Tuesday, November 25, 2008

The Busy Life of MMA Fighters

From October 7 until November 8, I was fortunate to document the lives of two local mixed martial arts (MMA) fighters, Ricardo Lamas and Chris Martins. During this month I gained a new appreciation for MMA, which is the fastest growing sport in America among young males.



From the outside the gym looks like a garage. Inside, perched near the rafters sits Macario “Mac” Ramos behind his computer. With a couple clicks of his mouse, hip-hop music is pumping from the speakers and a Ricardo Lamas fight video is playing on his screen. Mac is the director of this old school gym called Top Notch, located in Elmhurst, a Chicago suburb. Lamas, of Cuban and Mexican heritage, is perhaps Mac’s top mixed martial arts fighter. Mac, born in the Philippines, has more than a dozen different flags hanging high on the gym’s walls and representing the backgrounds of the fighters who train there. This gym is the fruit of many years saving money and dedicating himself to mixed martial arts (MMA), in particular Muay Thai. Top Notch has attracted some of the best trainers and coaches in the Elmhurst area due to its open and honest atmosphere. While fighters train around lunchtime, Mac and other coaches have paying students in the afternoons and evenings, which include women and homemakers.

Chris Martins blocks a kick from Ricardo Lamas during their fight on Nov. 8 at UIC Pavilion.

Meanwhile, in the downtown Chicago area, Chris Martins trains at the Valko Brazilian Jiu-Jitsu Academy. This gym, located on the fourth floor of one of the city’s largest personal training buildings. Jay Valko, a jiu-jitsu black belt, is the director of this academy situated in a modern gym with a view of the Sear’s Tower outside the window. Like Mac, he is well-respected in the mixed martial arts community. Gyms like these provide fighters like Lamas and Martins with the proper structure and guidance for mixed martial arts fights. Time management is a necessity for any MMA fighter, but is even more essential for Lamas and Martin.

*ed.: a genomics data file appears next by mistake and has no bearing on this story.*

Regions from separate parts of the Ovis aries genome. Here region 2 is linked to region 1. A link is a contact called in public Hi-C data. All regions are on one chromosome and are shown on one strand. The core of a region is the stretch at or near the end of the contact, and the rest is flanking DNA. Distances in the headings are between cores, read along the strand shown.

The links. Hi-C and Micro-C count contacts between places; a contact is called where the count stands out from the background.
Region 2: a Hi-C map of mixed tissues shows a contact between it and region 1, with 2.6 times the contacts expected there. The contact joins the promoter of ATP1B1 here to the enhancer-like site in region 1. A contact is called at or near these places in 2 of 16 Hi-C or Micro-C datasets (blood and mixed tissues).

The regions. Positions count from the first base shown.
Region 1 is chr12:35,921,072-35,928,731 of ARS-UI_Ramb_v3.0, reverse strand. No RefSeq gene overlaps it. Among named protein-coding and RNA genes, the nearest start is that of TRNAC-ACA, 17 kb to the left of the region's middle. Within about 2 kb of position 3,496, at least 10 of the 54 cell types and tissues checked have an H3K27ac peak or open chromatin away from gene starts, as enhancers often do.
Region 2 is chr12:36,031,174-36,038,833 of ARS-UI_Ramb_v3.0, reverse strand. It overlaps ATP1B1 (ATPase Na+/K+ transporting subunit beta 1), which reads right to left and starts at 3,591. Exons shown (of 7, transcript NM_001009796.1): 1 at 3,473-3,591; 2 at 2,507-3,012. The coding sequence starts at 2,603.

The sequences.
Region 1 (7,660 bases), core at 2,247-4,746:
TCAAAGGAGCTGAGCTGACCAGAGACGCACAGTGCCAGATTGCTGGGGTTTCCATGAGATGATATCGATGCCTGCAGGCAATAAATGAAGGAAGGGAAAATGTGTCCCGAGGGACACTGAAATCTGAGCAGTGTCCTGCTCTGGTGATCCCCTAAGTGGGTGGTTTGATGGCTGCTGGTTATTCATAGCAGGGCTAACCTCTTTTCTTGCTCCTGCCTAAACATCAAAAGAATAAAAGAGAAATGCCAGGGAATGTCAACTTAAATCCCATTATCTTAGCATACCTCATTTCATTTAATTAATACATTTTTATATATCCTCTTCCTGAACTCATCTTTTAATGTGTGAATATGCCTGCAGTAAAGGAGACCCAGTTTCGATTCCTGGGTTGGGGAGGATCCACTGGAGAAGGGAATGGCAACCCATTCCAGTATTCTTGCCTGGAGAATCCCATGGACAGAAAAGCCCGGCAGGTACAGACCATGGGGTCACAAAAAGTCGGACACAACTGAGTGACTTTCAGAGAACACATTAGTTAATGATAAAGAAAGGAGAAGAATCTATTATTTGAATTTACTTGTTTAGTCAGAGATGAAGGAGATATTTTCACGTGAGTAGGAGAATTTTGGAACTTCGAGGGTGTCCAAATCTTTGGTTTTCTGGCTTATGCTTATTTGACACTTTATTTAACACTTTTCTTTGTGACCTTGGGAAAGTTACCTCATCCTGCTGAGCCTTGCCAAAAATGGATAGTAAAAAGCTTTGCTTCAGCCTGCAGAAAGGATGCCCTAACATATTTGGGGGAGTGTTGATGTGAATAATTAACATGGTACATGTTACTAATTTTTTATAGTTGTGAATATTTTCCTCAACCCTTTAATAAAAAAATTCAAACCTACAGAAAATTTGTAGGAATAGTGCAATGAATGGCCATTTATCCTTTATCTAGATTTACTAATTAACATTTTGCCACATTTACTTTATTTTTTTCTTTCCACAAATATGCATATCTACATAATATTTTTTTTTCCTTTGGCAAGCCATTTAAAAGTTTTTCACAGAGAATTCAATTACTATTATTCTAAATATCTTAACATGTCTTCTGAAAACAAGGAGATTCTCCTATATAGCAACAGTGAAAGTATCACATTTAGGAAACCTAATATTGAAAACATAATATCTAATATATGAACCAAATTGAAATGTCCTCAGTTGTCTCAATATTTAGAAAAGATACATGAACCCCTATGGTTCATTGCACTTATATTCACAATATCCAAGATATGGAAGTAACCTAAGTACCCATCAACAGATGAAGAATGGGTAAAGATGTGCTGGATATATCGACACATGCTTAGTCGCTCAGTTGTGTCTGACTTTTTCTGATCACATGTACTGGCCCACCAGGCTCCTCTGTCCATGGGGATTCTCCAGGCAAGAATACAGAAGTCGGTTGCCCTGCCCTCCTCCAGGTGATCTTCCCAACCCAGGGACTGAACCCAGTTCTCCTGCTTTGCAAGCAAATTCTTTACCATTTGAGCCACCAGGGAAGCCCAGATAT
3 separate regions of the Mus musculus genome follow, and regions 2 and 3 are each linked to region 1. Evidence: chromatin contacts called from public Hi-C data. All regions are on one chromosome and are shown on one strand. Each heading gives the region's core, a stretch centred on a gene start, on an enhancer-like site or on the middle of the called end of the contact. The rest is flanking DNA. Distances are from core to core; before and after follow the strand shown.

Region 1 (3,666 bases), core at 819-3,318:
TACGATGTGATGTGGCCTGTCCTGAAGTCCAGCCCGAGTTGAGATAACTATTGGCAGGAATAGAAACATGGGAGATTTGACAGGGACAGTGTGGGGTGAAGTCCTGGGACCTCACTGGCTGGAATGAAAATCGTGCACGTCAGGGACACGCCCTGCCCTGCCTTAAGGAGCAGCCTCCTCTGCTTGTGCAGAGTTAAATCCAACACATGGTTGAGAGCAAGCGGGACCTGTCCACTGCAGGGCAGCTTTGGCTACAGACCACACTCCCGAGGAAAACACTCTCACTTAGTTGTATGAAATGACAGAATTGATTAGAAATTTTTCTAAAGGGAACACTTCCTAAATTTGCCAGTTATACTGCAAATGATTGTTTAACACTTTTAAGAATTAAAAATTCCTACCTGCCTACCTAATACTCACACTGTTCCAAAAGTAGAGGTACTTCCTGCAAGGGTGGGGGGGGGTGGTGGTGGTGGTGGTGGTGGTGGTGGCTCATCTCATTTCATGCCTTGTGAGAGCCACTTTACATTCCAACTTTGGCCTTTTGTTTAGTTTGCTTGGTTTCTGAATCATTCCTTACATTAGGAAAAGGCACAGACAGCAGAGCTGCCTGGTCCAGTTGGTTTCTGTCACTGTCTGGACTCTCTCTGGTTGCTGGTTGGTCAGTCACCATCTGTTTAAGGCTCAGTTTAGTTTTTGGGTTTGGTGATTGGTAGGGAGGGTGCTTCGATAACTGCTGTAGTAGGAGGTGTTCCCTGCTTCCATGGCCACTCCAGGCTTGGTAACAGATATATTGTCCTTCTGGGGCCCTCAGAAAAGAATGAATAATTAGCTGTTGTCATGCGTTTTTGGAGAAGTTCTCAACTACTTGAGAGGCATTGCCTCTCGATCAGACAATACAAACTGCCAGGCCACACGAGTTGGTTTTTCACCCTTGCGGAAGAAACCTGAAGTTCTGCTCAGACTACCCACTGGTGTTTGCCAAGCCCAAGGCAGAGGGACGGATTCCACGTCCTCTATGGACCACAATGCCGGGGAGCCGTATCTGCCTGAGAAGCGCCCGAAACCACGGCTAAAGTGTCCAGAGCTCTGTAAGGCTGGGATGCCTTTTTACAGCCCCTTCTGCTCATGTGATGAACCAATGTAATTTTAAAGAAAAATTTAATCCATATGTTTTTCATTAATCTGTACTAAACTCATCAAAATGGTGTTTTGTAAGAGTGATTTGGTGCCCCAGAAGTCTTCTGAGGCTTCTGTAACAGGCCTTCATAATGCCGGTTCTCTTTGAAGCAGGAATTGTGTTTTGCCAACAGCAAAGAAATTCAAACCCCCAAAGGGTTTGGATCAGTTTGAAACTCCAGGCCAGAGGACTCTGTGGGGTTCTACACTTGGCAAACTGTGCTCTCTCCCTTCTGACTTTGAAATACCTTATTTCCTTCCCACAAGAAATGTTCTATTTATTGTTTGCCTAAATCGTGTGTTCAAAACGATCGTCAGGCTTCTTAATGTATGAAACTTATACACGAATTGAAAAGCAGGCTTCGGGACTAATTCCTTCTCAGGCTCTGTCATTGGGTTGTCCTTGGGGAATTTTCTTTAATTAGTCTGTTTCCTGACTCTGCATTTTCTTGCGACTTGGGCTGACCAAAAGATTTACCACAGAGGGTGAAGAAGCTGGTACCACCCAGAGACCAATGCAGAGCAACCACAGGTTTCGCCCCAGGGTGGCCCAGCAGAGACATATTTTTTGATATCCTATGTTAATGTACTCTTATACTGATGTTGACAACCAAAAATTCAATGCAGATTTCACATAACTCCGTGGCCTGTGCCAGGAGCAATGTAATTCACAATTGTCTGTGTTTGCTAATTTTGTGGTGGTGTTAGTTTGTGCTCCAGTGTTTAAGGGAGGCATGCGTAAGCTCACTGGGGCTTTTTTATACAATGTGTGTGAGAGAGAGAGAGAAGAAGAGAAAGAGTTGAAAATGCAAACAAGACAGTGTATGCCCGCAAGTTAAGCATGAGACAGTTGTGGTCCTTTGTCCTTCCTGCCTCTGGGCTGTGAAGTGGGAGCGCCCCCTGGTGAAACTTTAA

Lamas, 25, is nicknamed “The Bully” due to his dominant fighting style and the fact that he owns a 3-year-old English Bullterrier named Chico. Yet he doesn’t have as much time as he’d like to spend with Chico. His mornings are spent working as a personal trainer. Then he boxes, kicks, runs and lifts at Top Notch. He then drives to wrestling practice at Elmhurst College, where he is an assistant coach. During the evening he works on his jiu-jitsu with Jeff Neal in Naperville. He returns home at 10 p.m. He trains six or seven day per week, totaling about 25 hours. His biggest challenge is finding time to eat, so he takes protein shakes and vitamins and supplements.

Ricardo Lamas with his 3-year-old English Bull Terrier named Chico sitting outside the gym where he trains called Top Notch in Elmhurst, IL.

Martins, 23, says taking the time to eat is his biggest challenge as well. To makes matters more challenging, it disrupts his studies. Martins is in his second year at DePaul Law School, and never seems to have more than an hour or so to study before he has to eat, workout, or go to class.

So why put yourself through this grueling schedule, which includes getting punched and kicked in the face for very little pay if any?

“As humans, we’re animals, and you have this primal instinct to fight,” Martins says. “Look at every male animal. They are always fighting. When you know you’re in a fight and you’re not going to get jumped by a bunch of guys, cops aren’t going to come arrest you, nothing is going to happen. You’re here and you’re supposed to fight. It’s like the fight or flight instinct. But for me it’s almost like fight or fight. That’s it. No flight instinct for me. I get this … feeling that overcomes my body that I completely run off instinct and it’s such a liberating feeling.”